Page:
Lawmakers call for DOJ review of Indian Country probes

A bill was unanimously approved in the U.S. Senate last year but died in the House.

Associated Press

ALBUQUERQUE, N.M. — Federal lawmakers are re-introducing legislation that calls for the Justice Department to review how law enforcement agencies respond to cases of missing and murdered Native Americans.

The legislation is named Savanna’s Act for 22-year-old Savanna LaFontaine-Greywind, whose body was found in a North Dakota river in 2017.

It was re-introduced Tuesday in the U.S. House. It also seeks to expand tribes’ access to missing persons databases.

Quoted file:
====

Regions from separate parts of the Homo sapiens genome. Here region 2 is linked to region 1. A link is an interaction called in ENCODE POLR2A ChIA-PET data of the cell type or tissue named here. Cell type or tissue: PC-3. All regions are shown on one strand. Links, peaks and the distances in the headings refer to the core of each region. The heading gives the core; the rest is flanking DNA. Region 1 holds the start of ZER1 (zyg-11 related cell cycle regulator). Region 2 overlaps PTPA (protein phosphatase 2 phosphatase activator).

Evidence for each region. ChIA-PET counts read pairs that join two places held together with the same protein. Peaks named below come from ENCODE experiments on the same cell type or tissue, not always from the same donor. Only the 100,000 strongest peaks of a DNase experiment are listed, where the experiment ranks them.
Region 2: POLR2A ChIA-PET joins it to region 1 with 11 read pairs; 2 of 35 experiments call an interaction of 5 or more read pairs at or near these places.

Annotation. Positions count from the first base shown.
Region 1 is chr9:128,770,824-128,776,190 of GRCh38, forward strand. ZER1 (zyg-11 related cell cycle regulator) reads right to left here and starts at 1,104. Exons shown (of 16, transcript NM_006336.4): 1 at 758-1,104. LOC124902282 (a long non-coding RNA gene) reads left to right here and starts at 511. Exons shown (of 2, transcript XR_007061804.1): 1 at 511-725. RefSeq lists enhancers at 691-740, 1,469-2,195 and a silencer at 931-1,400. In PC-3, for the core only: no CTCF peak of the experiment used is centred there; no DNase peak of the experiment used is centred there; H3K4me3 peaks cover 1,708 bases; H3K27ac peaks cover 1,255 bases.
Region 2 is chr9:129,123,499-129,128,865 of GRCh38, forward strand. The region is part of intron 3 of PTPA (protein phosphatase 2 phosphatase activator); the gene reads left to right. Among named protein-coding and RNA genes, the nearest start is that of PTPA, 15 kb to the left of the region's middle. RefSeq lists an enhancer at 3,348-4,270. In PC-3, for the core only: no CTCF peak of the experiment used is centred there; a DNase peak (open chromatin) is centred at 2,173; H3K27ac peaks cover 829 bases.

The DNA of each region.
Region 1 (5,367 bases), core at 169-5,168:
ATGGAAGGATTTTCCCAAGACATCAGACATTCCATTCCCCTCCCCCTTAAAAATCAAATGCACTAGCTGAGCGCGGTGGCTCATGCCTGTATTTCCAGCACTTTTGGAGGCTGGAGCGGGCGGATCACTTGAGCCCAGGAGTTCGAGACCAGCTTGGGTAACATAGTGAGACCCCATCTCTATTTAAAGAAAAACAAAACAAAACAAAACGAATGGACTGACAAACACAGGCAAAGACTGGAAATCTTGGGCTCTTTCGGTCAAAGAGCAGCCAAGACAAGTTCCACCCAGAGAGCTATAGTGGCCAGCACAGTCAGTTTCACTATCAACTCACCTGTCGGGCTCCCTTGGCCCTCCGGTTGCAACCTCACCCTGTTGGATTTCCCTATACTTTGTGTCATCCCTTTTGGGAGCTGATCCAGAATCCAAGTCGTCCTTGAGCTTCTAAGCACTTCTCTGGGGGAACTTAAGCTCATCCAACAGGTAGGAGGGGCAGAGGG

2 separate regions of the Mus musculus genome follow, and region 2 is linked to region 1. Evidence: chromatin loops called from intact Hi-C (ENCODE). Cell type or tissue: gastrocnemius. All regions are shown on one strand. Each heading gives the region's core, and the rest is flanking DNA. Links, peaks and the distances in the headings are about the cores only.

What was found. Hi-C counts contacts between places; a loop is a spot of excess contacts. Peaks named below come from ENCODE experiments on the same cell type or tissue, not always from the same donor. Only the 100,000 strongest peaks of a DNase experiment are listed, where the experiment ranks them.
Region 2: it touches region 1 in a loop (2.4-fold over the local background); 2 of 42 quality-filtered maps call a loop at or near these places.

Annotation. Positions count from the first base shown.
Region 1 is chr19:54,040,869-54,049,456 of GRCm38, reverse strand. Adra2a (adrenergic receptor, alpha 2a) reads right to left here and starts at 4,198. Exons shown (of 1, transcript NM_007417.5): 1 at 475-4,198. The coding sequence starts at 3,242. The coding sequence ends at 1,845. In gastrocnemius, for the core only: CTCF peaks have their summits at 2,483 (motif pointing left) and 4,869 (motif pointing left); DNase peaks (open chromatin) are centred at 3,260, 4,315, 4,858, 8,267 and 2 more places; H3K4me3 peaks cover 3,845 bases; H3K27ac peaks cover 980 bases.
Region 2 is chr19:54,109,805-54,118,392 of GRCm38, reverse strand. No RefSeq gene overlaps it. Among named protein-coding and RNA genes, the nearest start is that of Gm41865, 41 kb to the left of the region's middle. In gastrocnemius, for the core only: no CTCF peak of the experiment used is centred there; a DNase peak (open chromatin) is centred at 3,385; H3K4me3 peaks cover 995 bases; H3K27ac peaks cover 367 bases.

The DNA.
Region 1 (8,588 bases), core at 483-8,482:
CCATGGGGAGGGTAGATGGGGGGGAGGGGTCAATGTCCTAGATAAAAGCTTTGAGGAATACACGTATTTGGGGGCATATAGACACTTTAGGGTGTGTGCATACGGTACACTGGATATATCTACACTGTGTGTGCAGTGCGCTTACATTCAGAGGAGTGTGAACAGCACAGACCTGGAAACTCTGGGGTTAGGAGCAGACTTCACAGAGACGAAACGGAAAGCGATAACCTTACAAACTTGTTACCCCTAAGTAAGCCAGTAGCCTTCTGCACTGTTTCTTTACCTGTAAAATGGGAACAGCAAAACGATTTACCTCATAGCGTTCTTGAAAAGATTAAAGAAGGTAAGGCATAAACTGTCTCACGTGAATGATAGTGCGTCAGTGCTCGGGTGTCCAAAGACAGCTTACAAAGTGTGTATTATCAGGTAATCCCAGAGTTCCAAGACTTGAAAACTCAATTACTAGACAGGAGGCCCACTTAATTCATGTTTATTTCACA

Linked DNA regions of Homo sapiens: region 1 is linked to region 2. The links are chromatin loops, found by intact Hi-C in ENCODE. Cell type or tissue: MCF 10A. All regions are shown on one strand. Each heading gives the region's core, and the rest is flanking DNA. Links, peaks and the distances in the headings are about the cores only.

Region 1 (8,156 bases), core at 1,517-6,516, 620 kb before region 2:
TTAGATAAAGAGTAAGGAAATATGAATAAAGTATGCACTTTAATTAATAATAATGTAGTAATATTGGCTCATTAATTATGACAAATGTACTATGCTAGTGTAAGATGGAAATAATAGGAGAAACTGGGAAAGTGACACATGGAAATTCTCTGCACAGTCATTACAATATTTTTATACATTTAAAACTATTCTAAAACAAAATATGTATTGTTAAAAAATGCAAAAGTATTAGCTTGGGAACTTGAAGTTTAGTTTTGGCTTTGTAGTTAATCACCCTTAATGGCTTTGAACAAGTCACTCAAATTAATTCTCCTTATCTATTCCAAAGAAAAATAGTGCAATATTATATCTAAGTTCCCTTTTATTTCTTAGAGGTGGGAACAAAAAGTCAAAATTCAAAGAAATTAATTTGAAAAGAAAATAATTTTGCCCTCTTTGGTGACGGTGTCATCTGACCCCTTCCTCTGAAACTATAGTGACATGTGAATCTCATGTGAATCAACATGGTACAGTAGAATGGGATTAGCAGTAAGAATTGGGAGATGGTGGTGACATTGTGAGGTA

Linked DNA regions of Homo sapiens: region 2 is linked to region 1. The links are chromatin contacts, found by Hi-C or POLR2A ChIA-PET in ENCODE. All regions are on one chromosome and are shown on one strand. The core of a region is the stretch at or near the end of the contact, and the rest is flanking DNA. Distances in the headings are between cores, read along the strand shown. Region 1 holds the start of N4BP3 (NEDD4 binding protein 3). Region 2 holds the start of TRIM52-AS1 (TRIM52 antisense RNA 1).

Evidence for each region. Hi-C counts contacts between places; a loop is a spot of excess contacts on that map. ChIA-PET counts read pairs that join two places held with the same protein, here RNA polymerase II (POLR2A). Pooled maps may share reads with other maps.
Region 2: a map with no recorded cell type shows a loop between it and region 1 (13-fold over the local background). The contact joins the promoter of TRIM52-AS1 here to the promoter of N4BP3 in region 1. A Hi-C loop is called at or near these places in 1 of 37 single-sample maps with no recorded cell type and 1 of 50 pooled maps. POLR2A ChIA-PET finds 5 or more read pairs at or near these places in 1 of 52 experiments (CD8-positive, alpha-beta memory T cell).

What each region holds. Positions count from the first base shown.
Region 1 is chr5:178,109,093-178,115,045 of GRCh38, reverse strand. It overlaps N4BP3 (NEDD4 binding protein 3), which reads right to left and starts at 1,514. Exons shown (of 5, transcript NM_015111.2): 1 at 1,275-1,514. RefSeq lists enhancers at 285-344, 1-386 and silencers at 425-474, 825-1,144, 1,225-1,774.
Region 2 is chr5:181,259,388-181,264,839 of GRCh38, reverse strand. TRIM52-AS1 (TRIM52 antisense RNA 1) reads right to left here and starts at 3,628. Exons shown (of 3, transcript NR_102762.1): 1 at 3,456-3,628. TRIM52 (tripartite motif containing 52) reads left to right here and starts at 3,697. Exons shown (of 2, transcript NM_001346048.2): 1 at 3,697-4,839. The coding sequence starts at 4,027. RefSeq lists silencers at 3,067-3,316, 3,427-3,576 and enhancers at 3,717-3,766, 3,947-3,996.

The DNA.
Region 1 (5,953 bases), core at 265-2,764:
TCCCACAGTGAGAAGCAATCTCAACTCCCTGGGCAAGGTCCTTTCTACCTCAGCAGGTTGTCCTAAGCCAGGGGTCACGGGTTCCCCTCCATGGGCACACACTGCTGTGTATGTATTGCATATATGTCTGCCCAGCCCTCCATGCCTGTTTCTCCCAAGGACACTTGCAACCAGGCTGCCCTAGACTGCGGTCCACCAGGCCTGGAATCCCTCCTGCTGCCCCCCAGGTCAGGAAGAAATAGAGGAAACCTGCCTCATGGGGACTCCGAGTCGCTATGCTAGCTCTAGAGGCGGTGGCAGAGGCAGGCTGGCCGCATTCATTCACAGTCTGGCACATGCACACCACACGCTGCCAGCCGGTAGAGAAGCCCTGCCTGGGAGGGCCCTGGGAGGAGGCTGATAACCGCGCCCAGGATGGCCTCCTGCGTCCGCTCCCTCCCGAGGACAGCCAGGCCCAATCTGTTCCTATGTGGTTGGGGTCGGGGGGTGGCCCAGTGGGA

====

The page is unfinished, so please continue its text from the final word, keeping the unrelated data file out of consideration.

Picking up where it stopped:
The bill was unanimously approved in the U.S. Senate last year but died in the House.

Democratic Reps. Norma Torres, of California, Deb Haaland, of New Mexico and Dan Newhouse, R-Wash. re-introduced the legislation as lead sponsors in the House on Tuesday.

U.S. Lisa Murkowski, a Republican from Alaska, is a lead sponsor of the legislation in the Senate, where it was re-introduced earlier this year.

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